The Strad's experts evaluate the latest string recordings
Bohemia. Janáček: Dumka, Violin Sonata. Maratka: Czardas III. Martinů: Violin Sonata no.3. Suk: Four Pieces op.17
A generally successful recital of Czech violin repertoire
Tuesday, 01 March 2011
Marianne Piketty (violin) Dana Ciocarlie (piano)
Janáček, Maratka, Martinů, Suk
Integral Classic INT 221.173 (www.integralclassic.com)
French violinist Marianne Piketty and Romanian pianist Dana Ciocarlie interpret a carefully chosen Bohemian and Moravian programme impressively. My only query concerns Piketty’s very personal tone, incorporating quite a wide vibrato, but it suits the repertoire.
Piketty takes a Romantic approach to Suk’s near-sonata, with sensitive phrasing and much well-managed portamento. Both players are very accurate and take tempo changes in their stride. The Burleska has good bouncy rhythm.
Janáček’s Sonata receives one of its best non-Czech performances. Ciocarlie’s pianism sounds crisp and authentic, a great plus, and both players have an uncanny feeling for the filmic cutting from one idea to another. Piketty is wistful in the Ballada, rhythmically precise in the Allegretto and tonally resourceful in the Adagio – which should have been separately tracked on the CD.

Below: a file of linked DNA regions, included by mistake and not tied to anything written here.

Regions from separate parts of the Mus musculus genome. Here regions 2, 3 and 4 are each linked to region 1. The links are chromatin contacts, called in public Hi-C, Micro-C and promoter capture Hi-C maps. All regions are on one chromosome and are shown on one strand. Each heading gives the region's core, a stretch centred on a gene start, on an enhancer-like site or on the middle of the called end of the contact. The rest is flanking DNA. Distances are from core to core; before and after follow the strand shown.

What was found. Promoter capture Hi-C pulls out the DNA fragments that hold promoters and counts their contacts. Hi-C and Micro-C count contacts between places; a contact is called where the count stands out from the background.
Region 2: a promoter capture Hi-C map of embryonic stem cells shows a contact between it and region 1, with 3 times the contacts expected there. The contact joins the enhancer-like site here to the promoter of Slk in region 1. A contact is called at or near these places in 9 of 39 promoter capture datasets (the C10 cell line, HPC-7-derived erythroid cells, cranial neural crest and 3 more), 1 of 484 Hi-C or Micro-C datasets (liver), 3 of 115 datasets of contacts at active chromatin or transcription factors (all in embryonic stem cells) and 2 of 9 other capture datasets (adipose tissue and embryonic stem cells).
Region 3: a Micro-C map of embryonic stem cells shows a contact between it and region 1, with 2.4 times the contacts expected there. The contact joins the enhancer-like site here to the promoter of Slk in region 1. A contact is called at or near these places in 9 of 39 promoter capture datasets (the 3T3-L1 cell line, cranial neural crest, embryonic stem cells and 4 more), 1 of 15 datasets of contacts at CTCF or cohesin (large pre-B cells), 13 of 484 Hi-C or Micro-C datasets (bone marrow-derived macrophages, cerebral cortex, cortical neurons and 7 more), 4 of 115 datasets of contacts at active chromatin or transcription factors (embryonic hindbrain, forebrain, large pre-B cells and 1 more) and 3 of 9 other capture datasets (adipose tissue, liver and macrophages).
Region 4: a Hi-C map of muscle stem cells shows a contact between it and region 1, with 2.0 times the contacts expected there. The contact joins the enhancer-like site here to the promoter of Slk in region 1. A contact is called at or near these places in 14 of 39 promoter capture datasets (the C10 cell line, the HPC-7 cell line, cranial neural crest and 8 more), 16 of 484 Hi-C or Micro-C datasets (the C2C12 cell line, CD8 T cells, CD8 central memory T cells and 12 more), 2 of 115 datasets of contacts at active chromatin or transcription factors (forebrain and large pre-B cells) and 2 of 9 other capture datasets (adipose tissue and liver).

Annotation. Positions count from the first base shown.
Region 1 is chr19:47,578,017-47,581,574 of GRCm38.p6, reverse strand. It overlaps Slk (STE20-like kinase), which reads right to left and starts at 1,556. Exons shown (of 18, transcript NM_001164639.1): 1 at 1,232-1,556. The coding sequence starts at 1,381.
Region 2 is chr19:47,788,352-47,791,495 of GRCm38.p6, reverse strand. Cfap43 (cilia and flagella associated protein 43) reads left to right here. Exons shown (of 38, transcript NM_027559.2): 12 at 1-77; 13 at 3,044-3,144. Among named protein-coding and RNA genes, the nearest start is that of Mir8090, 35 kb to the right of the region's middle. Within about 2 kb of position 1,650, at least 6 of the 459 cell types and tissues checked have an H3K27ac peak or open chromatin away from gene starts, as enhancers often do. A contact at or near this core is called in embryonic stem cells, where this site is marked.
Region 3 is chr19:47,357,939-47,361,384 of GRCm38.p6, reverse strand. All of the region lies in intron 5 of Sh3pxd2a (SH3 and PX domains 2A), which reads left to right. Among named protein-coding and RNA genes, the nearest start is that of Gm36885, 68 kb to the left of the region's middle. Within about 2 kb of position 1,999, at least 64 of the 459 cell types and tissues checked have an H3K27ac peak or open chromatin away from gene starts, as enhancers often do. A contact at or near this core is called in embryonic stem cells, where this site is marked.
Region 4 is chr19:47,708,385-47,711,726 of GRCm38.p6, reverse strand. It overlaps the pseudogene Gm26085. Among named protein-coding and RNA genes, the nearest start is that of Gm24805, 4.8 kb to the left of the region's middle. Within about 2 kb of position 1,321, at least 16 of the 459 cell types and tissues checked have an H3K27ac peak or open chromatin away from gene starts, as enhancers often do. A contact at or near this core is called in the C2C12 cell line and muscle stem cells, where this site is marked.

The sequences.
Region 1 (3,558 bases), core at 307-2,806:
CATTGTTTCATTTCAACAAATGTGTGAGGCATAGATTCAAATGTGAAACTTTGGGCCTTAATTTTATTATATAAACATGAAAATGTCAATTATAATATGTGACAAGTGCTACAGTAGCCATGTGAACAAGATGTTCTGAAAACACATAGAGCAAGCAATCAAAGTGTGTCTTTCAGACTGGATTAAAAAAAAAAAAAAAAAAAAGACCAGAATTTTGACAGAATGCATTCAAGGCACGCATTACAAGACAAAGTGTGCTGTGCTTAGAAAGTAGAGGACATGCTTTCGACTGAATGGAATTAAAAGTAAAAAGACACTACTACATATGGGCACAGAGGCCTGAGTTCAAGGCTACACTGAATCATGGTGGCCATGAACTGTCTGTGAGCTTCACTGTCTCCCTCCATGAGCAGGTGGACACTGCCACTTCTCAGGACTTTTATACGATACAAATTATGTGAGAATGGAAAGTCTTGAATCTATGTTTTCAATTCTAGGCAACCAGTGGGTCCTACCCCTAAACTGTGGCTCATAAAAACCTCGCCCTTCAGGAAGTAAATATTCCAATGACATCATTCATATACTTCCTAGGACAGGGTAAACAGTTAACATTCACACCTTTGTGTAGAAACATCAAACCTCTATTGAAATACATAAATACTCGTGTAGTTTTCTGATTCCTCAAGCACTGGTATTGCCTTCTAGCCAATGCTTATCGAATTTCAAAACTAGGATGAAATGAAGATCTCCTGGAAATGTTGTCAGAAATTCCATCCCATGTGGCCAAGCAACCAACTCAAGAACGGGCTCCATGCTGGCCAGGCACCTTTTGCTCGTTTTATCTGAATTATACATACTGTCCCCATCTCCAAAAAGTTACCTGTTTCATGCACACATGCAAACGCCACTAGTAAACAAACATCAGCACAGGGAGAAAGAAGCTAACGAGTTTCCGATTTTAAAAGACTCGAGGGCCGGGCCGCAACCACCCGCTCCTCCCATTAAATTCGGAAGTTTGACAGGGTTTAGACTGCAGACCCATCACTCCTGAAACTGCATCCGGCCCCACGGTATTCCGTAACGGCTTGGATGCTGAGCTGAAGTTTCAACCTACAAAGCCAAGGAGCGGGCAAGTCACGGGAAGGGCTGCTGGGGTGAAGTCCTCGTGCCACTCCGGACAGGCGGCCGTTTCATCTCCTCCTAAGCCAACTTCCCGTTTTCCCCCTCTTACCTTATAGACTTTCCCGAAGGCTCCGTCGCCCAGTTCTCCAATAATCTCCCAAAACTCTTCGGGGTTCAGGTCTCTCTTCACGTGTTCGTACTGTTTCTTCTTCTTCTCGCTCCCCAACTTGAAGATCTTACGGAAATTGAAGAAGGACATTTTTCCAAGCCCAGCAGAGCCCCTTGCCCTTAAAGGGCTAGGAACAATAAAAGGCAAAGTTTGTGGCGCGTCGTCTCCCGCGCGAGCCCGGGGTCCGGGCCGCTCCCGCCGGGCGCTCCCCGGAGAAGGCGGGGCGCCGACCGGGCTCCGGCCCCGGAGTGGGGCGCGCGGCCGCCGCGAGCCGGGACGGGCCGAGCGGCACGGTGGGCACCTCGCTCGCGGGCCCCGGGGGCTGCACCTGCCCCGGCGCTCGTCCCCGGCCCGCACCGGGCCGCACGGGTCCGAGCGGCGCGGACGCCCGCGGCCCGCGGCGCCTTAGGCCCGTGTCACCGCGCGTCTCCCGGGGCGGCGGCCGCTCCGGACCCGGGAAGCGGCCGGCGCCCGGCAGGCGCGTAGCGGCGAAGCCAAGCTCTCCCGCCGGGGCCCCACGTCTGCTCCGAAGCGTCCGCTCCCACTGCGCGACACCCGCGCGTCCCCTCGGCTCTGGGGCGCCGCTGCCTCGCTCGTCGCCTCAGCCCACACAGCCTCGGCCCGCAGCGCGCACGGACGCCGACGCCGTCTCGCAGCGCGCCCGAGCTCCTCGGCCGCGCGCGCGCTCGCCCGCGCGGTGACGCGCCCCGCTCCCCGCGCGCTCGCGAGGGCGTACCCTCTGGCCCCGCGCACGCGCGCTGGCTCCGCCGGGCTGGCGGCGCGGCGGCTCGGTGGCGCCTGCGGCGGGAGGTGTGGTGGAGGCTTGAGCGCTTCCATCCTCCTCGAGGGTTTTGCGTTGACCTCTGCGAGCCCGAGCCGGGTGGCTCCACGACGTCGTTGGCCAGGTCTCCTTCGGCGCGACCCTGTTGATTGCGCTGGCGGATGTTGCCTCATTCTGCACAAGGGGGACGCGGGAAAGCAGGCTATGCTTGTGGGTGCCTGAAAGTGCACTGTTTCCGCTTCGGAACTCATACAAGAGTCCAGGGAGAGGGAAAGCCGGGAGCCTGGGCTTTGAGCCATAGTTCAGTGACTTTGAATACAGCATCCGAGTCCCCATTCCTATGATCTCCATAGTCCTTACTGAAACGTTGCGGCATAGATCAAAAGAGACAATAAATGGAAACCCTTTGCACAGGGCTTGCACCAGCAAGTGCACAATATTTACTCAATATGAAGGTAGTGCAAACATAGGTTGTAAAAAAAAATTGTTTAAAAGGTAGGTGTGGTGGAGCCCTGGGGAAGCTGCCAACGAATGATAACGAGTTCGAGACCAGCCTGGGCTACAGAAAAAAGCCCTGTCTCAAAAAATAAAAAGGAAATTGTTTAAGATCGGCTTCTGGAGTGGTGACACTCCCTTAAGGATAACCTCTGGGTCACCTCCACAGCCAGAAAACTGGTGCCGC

Martinů’s great Third Sonata is a triumph, even though Piketty’s intonation comes under pressure a few times. The busy Poco allegro is nicely sustained, its slower interludes well integrated; the Adagio begins easily and naturally, gaining gravitas as it proceeds; the Scherzo dazzles; and the Lento start to the finale is serenely played, before the return to business as usual.
Janáček’s early Dumka is anodyne, but Krystof Maratka’s Czardas III is in the true gypsy tradition. Fine recordings.
From the March 2011 issue. Subscribe to The Strad or download our digital edition as part of a 30-day free trial.